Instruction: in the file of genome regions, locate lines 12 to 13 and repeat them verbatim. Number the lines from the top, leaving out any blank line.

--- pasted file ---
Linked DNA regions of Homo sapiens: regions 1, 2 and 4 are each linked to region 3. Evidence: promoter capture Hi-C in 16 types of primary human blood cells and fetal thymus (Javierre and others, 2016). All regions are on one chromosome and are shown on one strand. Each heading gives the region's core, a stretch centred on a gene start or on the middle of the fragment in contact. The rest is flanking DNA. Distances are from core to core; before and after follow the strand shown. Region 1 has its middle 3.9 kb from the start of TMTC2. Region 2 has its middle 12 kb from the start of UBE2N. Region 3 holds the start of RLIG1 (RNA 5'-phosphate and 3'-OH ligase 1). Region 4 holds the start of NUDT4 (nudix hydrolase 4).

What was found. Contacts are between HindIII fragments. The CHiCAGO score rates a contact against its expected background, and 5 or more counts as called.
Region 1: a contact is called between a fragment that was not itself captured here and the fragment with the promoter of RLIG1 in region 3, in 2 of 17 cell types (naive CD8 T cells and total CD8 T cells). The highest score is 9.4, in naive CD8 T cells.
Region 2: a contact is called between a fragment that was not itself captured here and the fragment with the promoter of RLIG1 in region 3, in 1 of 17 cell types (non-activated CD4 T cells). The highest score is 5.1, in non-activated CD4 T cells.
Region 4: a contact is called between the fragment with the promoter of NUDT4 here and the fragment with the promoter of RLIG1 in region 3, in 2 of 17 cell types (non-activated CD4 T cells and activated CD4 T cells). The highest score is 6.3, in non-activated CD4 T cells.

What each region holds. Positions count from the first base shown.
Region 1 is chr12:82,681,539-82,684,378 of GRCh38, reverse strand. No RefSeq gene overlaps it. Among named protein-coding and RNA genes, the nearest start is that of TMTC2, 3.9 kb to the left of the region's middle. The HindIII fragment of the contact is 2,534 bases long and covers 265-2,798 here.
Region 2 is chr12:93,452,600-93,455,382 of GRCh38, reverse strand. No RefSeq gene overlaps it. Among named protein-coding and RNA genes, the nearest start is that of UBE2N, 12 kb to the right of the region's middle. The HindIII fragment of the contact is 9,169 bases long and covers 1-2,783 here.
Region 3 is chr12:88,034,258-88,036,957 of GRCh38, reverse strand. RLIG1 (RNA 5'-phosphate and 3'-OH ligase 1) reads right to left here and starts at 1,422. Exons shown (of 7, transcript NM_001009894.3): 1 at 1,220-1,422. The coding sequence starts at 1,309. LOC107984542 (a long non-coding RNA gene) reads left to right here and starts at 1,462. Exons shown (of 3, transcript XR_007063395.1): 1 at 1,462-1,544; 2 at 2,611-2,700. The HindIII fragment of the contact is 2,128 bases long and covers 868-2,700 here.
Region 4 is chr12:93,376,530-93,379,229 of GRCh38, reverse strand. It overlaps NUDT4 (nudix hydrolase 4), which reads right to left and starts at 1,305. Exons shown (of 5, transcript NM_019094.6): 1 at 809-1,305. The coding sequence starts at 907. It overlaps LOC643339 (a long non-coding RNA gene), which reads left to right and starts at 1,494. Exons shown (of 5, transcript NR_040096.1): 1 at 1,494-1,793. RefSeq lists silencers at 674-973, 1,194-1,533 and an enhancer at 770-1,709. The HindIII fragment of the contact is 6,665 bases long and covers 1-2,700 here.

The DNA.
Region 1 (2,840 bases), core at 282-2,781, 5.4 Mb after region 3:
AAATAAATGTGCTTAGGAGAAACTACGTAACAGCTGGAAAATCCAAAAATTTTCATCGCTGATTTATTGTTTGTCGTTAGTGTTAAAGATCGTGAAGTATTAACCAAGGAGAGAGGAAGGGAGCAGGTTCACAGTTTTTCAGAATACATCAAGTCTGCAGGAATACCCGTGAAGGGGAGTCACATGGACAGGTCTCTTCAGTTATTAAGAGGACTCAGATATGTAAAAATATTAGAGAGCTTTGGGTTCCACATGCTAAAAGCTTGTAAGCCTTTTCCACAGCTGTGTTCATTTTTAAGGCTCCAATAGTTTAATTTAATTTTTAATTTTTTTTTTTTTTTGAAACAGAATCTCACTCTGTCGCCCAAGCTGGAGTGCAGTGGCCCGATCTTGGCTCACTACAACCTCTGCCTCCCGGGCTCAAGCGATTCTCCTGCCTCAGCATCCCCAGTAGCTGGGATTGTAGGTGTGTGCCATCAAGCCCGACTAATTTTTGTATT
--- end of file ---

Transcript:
Region 1 (2,840 bases), core at 282-2,781, 5.4 Mb after region 3:
AAATAAATGTGCTTAGGAGAAACTACGTAACAGCTGGAAAATCCAAAAATTTTCATCGCTGATTTATTGTTTGTCGTTAGTGTTAAAGATCGTGAAGTATTAACCAAGGAGAGAGGAAGGGAGCAGGTTCACAGTTTTTCAGAATACATCAAGTCTGCAGGAATACCCGTGAAGGGGAGTCACATGGACAGGTCTCTTCAGTTATTAAGAGGACTCAGATATGTAAAAATATTAGAGAGCTTTGGGTTCCACATGCTAAAAGCTTGTAAGCCTTTTCCACAGCTGTGTTCATTTTTAAGGCTCCAATAGTTTAATTTAATTTTTAATTTTTTTTTTTTTTTGAAACAGAATCTCACTCTGTCGCCCAAGCTGGAGTGCAGTGGCCCGATCTTGGCTCACTACAACCTCTGCCTCCCGGGCTCAAGCGATTCTCCTGCCTCAGCATCCCCAGTAGCTGGGATTGTAGGTGTGTGCCATCAAGCCCGACTAATTTTTGTATT